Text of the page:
Have you ever had a prospect say to you- “just send me some literature?” In our training we refer to this response as a “push back.” A “push back” is an automatic response that has been conditioned within a prospect because of years of dealing with sales people who approach them in a certain way. I bet you have even said that once or twice to a sales person…right?
Next time you hear that response try something different. Thomas Freese, the master of the question based approach believes that “the underlying strategy here is a negotiating strategy we call tit-for-tat. The way it works is when a potential buyer asks you for something, you earn the right to ask them something in return.”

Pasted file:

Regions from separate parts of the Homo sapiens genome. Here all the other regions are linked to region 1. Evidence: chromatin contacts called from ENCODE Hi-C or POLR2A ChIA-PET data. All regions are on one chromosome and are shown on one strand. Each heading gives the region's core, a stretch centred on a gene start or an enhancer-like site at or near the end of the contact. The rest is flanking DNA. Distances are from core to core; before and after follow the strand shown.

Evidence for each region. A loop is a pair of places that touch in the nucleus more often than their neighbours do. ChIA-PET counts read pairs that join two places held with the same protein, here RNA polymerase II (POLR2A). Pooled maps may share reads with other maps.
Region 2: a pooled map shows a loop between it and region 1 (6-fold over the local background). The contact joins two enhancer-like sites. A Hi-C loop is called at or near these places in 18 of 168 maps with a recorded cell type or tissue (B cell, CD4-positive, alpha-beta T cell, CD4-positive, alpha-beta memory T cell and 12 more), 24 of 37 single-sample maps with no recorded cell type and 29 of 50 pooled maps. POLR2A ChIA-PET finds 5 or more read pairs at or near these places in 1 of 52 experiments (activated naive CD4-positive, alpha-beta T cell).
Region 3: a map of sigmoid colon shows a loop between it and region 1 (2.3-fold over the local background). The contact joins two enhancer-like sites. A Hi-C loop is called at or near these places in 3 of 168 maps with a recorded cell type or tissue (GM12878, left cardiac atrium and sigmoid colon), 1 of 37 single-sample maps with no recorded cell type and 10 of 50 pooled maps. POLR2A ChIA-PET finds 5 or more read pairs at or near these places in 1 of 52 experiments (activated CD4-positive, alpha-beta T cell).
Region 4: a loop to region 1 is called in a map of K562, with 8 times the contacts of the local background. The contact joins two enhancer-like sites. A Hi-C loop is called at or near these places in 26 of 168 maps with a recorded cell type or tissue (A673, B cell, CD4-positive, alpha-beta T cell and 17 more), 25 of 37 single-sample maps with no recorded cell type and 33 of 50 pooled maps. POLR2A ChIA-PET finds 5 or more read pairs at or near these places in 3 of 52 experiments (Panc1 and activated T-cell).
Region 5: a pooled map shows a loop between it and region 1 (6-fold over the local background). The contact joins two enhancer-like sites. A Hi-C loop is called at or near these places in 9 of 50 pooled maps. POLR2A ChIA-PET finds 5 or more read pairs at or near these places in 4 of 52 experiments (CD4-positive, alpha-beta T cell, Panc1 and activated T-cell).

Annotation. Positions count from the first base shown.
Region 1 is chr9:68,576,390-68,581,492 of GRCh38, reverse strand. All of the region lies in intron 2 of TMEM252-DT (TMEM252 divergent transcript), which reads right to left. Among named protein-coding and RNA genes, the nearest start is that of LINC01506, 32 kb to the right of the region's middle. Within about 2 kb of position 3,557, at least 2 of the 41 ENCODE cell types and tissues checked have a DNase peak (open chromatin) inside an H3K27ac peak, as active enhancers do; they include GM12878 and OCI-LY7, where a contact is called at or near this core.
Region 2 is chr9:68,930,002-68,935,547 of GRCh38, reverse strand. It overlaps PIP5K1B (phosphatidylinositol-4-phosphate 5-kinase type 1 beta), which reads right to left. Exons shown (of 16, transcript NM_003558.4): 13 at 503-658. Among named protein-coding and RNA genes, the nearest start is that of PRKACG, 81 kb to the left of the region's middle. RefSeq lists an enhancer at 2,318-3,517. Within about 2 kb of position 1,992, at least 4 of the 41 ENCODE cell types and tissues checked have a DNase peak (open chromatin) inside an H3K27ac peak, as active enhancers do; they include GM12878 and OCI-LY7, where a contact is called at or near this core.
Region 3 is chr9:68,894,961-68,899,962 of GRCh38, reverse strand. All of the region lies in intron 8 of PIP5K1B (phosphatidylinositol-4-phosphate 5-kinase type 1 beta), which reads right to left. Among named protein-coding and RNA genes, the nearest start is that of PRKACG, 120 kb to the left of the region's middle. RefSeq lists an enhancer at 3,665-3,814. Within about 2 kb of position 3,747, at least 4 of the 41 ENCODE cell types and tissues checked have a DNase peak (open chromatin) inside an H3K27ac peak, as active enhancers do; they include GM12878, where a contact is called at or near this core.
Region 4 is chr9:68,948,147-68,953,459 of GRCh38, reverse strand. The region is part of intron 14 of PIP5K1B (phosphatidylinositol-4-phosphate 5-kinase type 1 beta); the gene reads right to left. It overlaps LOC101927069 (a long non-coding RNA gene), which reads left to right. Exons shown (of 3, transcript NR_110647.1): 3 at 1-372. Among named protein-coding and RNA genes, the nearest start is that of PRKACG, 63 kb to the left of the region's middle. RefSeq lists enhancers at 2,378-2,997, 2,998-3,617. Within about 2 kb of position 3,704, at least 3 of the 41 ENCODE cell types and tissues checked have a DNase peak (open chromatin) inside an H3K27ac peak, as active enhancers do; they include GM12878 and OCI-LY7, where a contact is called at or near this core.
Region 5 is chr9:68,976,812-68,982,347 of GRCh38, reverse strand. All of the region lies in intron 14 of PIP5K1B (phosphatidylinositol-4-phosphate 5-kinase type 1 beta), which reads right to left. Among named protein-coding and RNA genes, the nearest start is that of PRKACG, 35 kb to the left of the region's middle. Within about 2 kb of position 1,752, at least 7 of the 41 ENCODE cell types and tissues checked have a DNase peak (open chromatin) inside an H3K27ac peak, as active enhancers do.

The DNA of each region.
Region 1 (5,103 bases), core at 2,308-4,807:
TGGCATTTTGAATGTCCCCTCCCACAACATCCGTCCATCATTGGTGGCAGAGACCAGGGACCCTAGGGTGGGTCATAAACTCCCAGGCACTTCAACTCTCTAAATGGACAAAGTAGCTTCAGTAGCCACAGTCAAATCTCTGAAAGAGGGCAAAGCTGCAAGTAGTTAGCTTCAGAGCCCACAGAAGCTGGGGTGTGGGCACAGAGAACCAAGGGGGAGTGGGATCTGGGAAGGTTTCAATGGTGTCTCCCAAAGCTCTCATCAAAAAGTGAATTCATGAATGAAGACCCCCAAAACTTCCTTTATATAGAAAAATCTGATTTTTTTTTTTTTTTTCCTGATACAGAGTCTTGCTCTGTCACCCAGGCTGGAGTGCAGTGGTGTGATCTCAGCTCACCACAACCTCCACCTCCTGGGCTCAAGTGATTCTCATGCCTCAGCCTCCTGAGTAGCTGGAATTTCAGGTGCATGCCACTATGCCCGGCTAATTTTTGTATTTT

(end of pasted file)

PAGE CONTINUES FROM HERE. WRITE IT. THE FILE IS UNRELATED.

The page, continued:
For Freese, the idea is to say yes to the literature request, but now you have earned the right to ask for something in return. In this case it is the right to ask a question.
“I will be happy to send you some literature. Can I ask you a question first?”
The majority of people will instinctively say yes. It is then and there where you have to change the prospects perspective. We preach that the question you should ask next should always be one you already know the answer too.
“Should I send a stack of our standard marketing material or would you rather know more about how the product actually works?”
Once again the prospect will most likely say they want to know more about the product. This then gives you the chance to change their perspective. Remind them of other prospects who first wanted literature but learned more about the product with a sit-down meeting and a white board to outline their specific goals and concerns.
Clients will push back. It is only natural. But with a question based approach there is always another question to ask – questions that can stimulate rational thinking and illuminate ideas.